|Publication number||US7489802 B2|
|Application number||US 10/658,819|
|Publication date||Feb 10, 2009|
|Filing date||Sep 8, 2003|
|Priority date||Sep 10, 2002|
|Also published as||US7903841, US20040131231, US20090074245|
|Publication number||10658819, 658819, US 7489802 B2, US 7489802B2, US-B2-7489802, US7489802 B2, US7489802B2|
|Original Assignee||Zeev Smilansky|
|Export Citation||BiBTeX, EndNote, RefMan|
|Patent Citations (8), Referenced by (16), Classifications (15), Legal Events (3)|
|External Links: USPTO, USPTO Assignment, Espacenet|
The present application claims the benefit of the filing date of U.S. Provisional Application, Ser. No. 60/409,665 filed Sep. 10, 2002, entitled “MINIATURE OBJECT RECOGNITION SYSTEM”.
The present invention relates generally to the field of image interpretation systems and more particularly to a miniature autonomous agent for scene interpretation (MAASI), able to perform a large variety of complete tasks of image understanding and/or object recognition.
There is a multitude of systems currently available for performing image interpretation tasks. Security monitoring devices, road traffic monitors, people counters in lobbies and malls, and countless additional applications. These systems consist of a front-end having an image acquisition unit, possibly a computational device that performs some computations such as image compression, image formatting, or internet access, and a back-end that includes a computational device and/or a human interface mechanism. The computational device of the backend is responsible for most, or all of the computations performed in the system.
In simple systems, raw images only are presented to the operator and/or stored in a storage device. In such systems, the computational part of the front-end may perform tasks of image compression, communication, Internet access etc., all of which are designed to facilitate the communication of the captured images to the backend. In more elaborate systems, there is some automatic analysis of images, performed either by the backend or by the front-end or by both. In such cases, the front-end may perform comparison of an image to a “standard” pre-stored image. However, in all prior art systems, a large part of the computation required for interpretation and understanding of the image is performed by the backend, or else the quality of the automatic interpretation of the system is very low. This means a wide transfer of information from front-end to backend, a large expense in communication and computational means, and as a consequence a high price for the system.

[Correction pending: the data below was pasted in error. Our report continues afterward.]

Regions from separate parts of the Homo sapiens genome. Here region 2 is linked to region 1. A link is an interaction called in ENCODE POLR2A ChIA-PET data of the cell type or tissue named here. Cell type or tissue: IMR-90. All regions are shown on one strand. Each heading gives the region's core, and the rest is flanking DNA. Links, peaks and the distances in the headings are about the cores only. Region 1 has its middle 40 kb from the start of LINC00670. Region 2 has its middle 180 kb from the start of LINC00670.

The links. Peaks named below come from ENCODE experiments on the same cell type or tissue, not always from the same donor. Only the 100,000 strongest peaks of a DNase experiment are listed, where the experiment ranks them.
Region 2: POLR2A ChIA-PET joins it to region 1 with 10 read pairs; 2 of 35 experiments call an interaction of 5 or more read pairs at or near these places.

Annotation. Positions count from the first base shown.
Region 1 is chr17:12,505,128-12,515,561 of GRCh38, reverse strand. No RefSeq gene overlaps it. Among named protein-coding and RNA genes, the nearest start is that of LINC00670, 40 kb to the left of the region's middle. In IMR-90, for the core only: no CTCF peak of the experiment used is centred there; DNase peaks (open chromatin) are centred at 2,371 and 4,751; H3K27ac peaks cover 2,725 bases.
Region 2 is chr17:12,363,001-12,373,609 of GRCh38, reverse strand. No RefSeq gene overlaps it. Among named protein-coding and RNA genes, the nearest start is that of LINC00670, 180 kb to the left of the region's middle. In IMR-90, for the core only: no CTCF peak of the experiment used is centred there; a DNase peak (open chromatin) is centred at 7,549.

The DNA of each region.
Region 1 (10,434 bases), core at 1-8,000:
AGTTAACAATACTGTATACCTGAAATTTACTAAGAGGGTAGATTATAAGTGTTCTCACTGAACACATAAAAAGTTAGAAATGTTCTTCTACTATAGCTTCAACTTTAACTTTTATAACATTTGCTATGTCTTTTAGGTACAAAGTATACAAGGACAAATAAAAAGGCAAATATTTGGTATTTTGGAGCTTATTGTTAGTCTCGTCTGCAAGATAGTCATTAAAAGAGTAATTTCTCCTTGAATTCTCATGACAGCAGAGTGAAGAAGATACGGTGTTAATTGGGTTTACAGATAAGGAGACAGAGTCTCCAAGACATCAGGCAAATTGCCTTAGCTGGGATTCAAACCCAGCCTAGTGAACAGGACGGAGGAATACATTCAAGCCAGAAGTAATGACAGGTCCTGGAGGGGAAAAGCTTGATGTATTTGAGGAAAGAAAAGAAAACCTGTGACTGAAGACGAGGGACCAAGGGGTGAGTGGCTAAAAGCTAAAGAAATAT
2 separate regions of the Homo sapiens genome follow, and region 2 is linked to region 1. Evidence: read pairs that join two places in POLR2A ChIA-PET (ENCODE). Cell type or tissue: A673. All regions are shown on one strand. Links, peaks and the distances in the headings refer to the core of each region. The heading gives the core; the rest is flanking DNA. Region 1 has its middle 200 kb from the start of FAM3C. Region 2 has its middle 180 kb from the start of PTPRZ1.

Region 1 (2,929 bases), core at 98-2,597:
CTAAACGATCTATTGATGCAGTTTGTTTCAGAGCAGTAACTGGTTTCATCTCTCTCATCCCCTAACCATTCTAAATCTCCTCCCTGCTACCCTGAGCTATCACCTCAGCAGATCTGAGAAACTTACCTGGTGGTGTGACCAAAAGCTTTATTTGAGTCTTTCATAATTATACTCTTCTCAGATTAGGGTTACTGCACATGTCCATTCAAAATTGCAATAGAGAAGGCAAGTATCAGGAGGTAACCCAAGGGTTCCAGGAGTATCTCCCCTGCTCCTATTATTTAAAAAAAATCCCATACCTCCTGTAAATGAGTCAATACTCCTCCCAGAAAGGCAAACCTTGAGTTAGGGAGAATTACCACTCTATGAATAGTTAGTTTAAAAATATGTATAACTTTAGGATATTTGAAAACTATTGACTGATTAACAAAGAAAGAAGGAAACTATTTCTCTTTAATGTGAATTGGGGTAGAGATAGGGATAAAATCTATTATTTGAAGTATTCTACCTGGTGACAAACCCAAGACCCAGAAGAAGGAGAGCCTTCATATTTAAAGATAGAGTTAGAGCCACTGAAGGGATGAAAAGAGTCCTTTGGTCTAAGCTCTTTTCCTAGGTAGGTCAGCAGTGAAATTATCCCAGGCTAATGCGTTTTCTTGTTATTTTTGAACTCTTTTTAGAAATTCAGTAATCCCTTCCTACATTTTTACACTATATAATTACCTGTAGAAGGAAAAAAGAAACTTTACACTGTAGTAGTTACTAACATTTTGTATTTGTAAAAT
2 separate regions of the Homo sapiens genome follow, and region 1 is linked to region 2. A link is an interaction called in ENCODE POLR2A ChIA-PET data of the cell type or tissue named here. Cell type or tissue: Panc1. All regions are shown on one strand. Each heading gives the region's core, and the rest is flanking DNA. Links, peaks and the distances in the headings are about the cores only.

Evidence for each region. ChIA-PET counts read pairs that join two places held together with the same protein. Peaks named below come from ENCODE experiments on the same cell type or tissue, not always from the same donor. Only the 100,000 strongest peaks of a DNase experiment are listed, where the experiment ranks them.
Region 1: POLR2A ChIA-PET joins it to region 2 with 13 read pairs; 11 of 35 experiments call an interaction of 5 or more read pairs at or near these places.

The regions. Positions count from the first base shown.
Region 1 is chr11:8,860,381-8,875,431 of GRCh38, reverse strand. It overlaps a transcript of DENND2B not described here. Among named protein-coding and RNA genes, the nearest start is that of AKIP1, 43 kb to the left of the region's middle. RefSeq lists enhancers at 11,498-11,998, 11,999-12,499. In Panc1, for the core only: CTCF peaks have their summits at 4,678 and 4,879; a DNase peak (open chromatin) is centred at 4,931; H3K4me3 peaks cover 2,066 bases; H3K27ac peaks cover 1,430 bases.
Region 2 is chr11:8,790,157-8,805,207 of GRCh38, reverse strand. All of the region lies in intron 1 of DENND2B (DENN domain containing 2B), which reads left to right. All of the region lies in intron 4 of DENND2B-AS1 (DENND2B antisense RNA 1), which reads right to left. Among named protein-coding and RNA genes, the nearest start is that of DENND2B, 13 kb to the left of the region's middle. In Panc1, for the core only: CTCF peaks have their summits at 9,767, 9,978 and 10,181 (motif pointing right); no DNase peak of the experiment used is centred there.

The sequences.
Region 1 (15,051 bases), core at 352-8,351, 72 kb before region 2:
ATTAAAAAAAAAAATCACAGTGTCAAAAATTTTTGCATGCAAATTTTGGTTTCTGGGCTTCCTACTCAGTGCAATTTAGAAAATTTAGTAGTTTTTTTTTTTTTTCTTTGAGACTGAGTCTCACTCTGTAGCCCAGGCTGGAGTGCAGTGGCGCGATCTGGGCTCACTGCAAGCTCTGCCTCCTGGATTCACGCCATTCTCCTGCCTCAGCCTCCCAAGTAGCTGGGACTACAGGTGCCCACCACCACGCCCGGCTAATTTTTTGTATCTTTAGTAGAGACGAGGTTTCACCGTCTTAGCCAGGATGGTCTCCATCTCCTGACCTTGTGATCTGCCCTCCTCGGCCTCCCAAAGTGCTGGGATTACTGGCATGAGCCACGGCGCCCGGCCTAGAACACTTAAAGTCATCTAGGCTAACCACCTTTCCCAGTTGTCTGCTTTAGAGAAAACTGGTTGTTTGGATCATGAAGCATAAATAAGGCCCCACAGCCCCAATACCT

All existing systems use a standard, off the shelf image acquisition device that provides too many pixels at a frame rate that is too high, use standard algorithms that perform expensive processing steps such as edge detection, and as a consequence must rely on large, expensive hardware that cannot be integrated into a small independent unit.
Systems for image acquisition and interpretation are subject to several requirements. First, the system must compensate for varying levels of illumination, such as for example day and night, cloudy or bright day and so on. This requires more than a simple change of shutter speed or other means of exposure compensation, since for example comparing the illumination of a scene at morning to one in the afternoon shows that the illumination in different parts of the scene is changed differently, due to variations in color, angle, texture and additional factors. Second, the system must be able to disregard slow or repeating changes in the scene such as moving shadows, growing plants, tree limbs moving in the wind, falling snow etc. Third, the system must be able to discern automatically between areas that are very noisy (for example a street corner with heavy traffic) and a quiet part (area behind a wall or fence), and be able to adapt itself to maximal detection relative to the objective conditions.
Most existing algorithms for object extraction use computation-intensive steps such as edge detection, object morphology, and template comparison. Additionally, systems that analyze video often require large memory storage space since a number of frames is stored in the memory to allow proper analysis.
JP8077487A2, assigned to Toshiba Corp., discloses an on-road obstacle detecting device. The detection is done by comparing an initial background image with incoming images, to detect a change between the two images.
JP2001126069, assigned to Matsushita Electronic Ind. Co. Ltd., discloses a picture recognition method, whereby an incoming image is compared with a pre-stored image by detecting a part where the difference in luminance is greater than a pre-defined threshold, thus reducing the area of investigation.
U.S. Pat. No. 6,493,041 to Hanko et al discloses a method and apparatus for detection motion in incoming video frames. The pixels of each incoming digitized frame are compared to the corresponding pixels of a reference frame, and differences between incoming pixels and reference pixels are determined. If the pixel difference for a pixel exceeds an applicable pixel difference threshold, the pixel is considered to be “different”. If the number of “different” pixels for a frame exceeds an applicable frame difference threshold, motion is considered to have occurred, and a motion detection signal is emitted. In one or more other embodiments, the applicable frame difference threshold is adjusted depending upon the current average motion being exhibited by the most recent frames, thereby taking into account “ambient” motion and minimizing the effects of phase lag. In one or more embodiments, different pixel difference thresholds may be assigned to different pixels or groups of pixels, thereby making certain regions of a camera's field of view more or less sensitive to motion. In one or more embodiments of the invention, a new reference frame is selected when the first frame that exhibits no motion occurs after one or more frames that exhibit motion.